2011 Superbike Smackdown VIII Conclusion

Adam Waheed | April 11, 2011

Adam Waheed – 6’0”, 175 pounds – BMW (racing) / KTM (trackdays)

The 11 KTM RC8R finally has the power to run with the big boys in the Superbike class.
Waheed said he’d take the RC8R for track day riding.

Without a doubt if I was going to start road racing I would do it with the BMW. It just makes sense. It would cost you the least amount of cash to convert into a competitive racebike. Reliability wise if it’s engineered and built by BMW then it is pretty much guaranteed to go the distance too. However make no mistake about it: riding the S1000RR is gnarly. With 184 horses at the back tire things happen quick and even with its rider aids it’s not necessarily an easy bike to ride fast. On the flip side, if I wasn’t going racing and wanted a bike to play around on I’d pick the KTM. Although it is a little goofy to ride at first compared to the other bikes, I like its quirks. I also like how comfortable I am aboard it with its relaxed and fully adjustable ergonomics. It’s the only bike I can get off after riding for 30-minutes and not feel like I just sat in a leg press.
Steve Rapp – 5,8”, 165 pounds – BMW (racing) / Yamaha (Trackdays)

Steve Rapp put in a competitive time in Superpole aboard the R1.
Rapp would race a BMW but prefers to ride the R1 based on its fun factor.

The Yamaha is so fun to ride but it isn’t the fastest bike so I wouldn’t pickup that one to race. The Kawi is too new and maybe not quite ready for me to race. I didn’t gel with the KTM and wouldn’t race the Ducati if it was set-up like that. If it was the Suzuki or Honda I would probably go with the Honda based on the fact that it was easy to ride and that it had great power and good throttle connection. The shortfalls that it had could be fixed easily. The BMW is an animal. It’s a lot of bike that’s for sure. If I was going to Daytona I’d pick the BMW but if we were going to Streets of Willow I wouldn’t want anything to do with it. But overall I’d pick the BMW for racing and the Yamaha for trackdays.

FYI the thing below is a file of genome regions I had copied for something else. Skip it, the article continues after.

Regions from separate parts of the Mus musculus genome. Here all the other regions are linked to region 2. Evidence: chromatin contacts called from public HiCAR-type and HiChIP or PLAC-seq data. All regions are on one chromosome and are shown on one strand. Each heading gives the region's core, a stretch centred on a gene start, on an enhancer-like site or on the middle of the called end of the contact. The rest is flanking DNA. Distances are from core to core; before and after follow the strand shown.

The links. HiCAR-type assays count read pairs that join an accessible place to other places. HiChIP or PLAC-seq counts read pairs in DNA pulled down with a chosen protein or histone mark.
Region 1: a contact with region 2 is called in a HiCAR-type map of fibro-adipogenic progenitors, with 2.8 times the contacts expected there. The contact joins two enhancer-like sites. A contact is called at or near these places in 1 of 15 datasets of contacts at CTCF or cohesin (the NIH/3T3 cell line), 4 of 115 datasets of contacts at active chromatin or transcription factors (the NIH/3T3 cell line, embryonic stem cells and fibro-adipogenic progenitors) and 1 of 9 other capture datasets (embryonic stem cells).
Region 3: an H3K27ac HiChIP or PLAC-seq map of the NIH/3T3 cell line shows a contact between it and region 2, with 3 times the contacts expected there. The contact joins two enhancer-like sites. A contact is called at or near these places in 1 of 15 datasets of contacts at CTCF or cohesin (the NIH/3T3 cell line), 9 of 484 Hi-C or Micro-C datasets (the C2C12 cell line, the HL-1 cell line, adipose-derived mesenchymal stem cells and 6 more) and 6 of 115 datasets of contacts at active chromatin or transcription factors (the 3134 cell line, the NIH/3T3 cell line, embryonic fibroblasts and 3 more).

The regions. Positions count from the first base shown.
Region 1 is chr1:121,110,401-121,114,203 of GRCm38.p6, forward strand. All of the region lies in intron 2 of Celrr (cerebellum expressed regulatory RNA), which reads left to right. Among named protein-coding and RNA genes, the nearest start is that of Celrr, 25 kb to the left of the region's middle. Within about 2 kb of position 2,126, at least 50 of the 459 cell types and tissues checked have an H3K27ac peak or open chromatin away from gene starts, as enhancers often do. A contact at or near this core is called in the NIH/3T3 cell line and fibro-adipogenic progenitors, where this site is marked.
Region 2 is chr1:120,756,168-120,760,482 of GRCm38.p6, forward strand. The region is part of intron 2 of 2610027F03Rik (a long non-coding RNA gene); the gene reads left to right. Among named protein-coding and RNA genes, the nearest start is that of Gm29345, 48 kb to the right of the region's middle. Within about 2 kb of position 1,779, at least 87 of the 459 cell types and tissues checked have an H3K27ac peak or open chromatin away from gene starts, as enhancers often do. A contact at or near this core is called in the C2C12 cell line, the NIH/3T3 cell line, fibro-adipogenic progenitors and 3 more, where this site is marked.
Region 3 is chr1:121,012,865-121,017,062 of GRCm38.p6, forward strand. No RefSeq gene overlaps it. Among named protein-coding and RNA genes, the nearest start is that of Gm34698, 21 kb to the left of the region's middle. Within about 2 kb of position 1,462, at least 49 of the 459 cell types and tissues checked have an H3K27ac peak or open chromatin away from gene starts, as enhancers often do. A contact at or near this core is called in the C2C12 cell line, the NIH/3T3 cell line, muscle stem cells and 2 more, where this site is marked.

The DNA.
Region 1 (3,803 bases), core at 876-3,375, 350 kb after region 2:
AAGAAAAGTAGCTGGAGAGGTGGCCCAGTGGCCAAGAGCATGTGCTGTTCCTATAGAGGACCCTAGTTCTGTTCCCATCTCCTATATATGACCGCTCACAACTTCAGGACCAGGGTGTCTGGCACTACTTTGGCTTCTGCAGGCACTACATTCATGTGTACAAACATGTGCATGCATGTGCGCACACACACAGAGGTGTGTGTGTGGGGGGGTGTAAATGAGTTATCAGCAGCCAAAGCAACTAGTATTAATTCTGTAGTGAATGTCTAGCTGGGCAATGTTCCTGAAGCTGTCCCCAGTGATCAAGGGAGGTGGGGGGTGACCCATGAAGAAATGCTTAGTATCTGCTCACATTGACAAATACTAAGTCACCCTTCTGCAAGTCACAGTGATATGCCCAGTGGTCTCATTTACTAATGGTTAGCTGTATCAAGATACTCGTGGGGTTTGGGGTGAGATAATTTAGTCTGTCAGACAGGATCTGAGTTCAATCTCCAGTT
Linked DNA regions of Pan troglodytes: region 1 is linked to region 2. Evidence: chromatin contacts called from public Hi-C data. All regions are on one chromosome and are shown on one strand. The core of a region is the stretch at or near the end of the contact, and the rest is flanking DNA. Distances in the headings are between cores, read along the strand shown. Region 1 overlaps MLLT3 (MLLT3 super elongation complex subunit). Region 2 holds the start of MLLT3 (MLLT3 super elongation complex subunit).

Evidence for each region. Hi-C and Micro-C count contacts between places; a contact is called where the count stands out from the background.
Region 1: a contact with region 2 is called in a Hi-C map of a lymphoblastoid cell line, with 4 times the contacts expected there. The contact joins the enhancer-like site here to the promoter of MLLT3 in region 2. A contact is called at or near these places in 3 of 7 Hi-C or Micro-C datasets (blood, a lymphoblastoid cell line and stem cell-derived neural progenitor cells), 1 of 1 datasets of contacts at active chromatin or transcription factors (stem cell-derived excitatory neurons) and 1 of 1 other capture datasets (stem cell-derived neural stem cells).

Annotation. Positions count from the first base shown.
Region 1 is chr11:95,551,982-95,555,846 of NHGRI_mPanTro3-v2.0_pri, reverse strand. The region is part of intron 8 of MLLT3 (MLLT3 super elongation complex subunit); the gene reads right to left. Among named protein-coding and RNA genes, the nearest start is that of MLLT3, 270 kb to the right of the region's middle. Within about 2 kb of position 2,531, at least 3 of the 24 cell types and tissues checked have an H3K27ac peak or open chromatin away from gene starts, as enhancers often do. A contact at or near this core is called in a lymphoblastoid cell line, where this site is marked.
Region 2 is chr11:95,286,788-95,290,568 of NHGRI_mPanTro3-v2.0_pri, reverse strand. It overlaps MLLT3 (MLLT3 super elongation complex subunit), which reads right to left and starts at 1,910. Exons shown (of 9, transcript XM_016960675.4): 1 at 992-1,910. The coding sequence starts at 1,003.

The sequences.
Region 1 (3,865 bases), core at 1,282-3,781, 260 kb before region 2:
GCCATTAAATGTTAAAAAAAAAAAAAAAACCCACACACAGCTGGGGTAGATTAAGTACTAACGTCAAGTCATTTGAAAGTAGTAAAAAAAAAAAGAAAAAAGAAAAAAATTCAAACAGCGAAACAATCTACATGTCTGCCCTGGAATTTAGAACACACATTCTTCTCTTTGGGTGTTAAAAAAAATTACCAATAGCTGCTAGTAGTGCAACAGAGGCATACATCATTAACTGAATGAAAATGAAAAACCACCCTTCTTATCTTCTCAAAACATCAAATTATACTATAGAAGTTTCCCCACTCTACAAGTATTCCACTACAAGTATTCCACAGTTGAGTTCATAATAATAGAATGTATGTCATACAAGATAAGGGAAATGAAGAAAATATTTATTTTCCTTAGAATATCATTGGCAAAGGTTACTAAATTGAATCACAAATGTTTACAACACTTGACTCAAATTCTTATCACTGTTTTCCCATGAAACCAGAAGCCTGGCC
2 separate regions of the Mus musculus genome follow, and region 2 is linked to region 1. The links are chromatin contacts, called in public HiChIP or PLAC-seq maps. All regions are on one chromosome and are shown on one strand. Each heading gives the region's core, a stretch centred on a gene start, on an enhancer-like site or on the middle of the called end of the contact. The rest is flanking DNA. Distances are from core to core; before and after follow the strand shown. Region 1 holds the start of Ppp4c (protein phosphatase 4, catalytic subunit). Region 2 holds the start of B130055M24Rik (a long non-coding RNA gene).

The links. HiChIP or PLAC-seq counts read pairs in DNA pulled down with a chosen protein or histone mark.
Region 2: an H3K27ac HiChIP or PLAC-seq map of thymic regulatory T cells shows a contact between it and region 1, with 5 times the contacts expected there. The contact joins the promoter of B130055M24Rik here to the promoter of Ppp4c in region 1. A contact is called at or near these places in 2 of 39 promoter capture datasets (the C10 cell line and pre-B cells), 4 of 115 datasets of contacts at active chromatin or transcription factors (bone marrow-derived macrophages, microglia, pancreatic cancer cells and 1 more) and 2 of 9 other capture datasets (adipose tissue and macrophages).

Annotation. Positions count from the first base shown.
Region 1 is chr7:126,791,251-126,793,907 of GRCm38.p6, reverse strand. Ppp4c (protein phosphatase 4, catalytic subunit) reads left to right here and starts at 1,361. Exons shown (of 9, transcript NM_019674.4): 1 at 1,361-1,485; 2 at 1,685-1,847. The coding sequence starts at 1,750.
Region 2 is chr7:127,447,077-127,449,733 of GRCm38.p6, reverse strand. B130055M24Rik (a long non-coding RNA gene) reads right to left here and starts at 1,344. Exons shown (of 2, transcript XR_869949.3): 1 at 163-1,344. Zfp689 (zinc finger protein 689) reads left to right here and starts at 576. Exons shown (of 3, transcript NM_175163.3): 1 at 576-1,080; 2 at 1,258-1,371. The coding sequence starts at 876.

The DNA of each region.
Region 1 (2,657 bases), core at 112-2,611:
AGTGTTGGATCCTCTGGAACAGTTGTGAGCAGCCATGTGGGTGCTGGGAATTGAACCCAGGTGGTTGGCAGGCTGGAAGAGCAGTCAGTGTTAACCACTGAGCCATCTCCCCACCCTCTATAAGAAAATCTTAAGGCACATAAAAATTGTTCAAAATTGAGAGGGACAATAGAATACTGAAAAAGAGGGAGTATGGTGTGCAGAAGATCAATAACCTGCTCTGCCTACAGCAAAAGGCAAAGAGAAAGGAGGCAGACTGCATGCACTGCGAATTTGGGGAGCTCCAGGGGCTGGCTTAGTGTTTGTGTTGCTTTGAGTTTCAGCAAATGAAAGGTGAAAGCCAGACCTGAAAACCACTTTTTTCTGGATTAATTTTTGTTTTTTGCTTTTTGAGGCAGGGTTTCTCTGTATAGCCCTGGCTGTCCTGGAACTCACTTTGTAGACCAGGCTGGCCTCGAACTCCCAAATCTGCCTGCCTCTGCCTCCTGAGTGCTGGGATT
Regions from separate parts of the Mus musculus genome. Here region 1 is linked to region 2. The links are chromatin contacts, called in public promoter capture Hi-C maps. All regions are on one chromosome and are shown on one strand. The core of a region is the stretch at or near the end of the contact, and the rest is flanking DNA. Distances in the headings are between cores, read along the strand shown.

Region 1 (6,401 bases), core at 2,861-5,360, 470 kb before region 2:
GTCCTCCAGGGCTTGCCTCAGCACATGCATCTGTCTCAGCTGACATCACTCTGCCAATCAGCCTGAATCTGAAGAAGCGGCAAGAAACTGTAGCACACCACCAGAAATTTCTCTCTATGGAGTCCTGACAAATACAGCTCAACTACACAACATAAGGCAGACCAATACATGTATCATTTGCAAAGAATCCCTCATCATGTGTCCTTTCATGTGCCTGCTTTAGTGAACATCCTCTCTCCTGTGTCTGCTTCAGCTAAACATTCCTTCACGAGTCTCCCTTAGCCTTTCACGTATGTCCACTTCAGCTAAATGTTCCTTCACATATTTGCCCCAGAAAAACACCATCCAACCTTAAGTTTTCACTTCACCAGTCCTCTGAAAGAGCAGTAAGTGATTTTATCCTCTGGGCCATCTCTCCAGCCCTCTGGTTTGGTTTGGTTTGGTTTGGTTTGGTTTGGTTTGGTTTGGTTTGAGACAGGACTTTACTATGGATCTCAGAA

Corey Neuer – 5’10”, 170 pounds – BMW
It’s very simple, BMW got it right! I can t even begin to explain what an absolute thrill it is to ride the almighty S1000RR. It simply did everything I wanted it to and never once gave me any kind of problem. I love the ergonomics everything is super fitting and roomy. The motor is no joke—it straight up hauls

The BMW scored well in anything related to acceleration.
While the traction control system works well it is now second-rate compared to the system employed in the 11 Kawasaki ZX-10R.
Both Neuer and Siglin would pick the BMW to go racing with.

ass! The power delivery is so friendly and has a very linear power curve. The transmission feels a bit sloppy under down shifting but no big deal. The brakes are super strong and consistent. As a package this bike a great bang for the buck and is very easy to turn into a race bike as it can compete at a high level straight off the showroom floor.

Chris Siglin – 5’8”, 150 pounds – BMW
BMW has no doubt done its homework throughout the process of developing a superbike. The S1000RR is an exciting bike to ride that keeps you pushing harder lap after lap with its class-leading horsepower, fantastic chassis feel, and amazing stopping power. The setup of the bike was very good, with great handling entering the corners and a tremendous amount of grip coming off the corner which is amazing considering the amount of horsepower the bike makes. Accelerating down the front straightaway leaves your eyeballs sunken into the back of your head and blisters on your hands from holding onto the grip for dear life when the BMW afterburners are on! One of the very few down falls of the BMW is the transmission and electronics. The transmission seems to be a bit notchy on back shifts and must be made with a very positive push or pull (GP shift or standard) of the shifter lever. The electronics package that comes with the BMW seems to be a great option for the street and the average Joe track day enthusiast, but as the pace picks up on the track with the BMW S1000RR traction control and wheelie control seem to be a bit abrupt when they kick activate. I like the BMW so much I already bought one to race!